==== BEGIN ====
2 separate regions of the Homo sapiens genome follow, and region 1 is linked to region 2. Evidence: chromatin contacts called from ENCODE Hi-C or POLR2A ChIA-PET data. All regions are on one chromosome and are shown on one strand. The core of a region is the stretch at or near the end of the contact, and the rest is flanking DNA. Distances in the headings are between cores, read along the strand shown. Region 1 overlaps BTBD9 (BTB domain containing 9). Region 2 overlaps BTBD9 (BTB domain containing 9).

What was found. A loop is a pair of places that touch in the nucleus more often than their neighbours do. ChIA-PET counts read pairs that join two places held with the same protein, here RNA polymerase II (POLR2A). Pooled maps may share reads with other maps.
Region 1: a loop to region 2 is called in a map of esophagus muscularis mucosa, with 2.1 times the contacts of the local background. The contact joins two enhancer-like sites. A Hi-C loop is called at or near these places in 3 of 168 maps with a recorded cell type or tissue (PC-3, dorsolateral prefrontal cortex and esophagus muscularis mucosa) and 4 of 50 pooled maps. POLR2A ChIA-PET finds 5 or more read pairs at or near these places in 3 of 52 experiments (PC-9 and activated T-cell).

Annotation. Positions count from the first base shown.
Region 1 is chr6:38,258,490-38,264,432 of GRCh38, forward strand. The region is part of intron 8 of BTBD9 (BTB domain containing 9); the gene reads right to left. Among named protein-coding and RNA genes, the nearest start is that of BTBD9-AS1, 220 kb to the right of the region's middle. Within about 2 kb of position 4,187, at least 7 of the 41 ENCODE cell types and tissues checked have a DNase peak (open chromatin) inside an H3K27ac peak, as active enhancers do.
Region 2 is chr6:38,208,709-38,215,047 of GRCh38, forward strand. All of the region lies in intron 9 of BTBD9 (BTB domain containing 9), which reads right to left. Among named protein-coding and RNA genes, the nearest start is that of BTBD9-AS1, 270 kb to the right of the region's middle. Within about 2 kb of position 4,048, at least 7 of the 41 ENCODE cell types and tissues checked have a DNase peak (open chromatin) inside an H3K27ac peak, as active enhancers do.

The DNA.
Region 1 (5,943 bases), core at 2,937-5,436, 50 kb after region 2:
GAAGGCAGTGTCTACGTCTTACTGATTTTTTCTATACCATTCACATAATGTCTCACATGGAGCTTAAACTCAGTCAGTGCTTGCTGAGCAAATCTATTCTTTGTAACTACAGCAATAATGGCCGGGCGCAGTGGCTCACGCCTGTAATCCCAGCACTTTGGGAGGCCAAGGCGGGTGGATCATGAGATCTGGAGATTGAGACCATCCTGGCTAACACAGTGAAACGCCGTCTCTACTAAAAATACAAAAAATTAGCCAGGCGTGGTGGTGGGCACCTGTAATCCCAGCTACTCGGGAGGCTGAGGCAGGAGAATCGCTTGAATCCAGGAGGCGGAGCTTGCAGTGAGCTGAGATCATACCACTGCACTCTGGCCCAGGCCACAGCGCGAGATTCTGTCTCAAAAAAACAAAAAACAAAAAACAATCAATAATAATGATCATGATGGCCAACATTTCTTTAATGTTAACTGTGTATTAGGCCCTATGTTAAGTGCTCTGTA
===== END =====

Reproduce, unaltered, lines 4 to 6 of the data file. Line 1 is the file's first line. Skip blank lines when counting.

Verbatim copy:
Annotation. Positions count from the first base shown.
Region 1 is chr6:38,258,490-38,264,432 of GRCh38, forward strand. The region is part of intron 8 of BTBD9 (BTB domain containing 9); the gene reads right to left. Among named protein-coding and RNA genes, the nearest start is that of BTBD9-AS1, 220 kb to the right of the region's middle. Within about 2 kb of position 4,187, at least 7 of the 41 ENCODE cell types and tissues checked have a DNase peak (open chromatin) inside an H3K27ac peak, as active enhancers do.
Region 2 is chr6:38,208,709-38,215,047 of GRCh38, forward strand. All of the region lies in intron 9 of BTBD9 (BTB domain containing 9), which reads right to left. Among named protein-coding and RNA genes, the nearest start is that of BTBD9-AS1, 270 kb to the right of the region's middle. Within about 2 kb of position 4,048, at least 7 of the 41 ENCODE cell types and tissues checked have a DNase peak (open chromatin) inside an H3K27ac peak, as active enhancers do.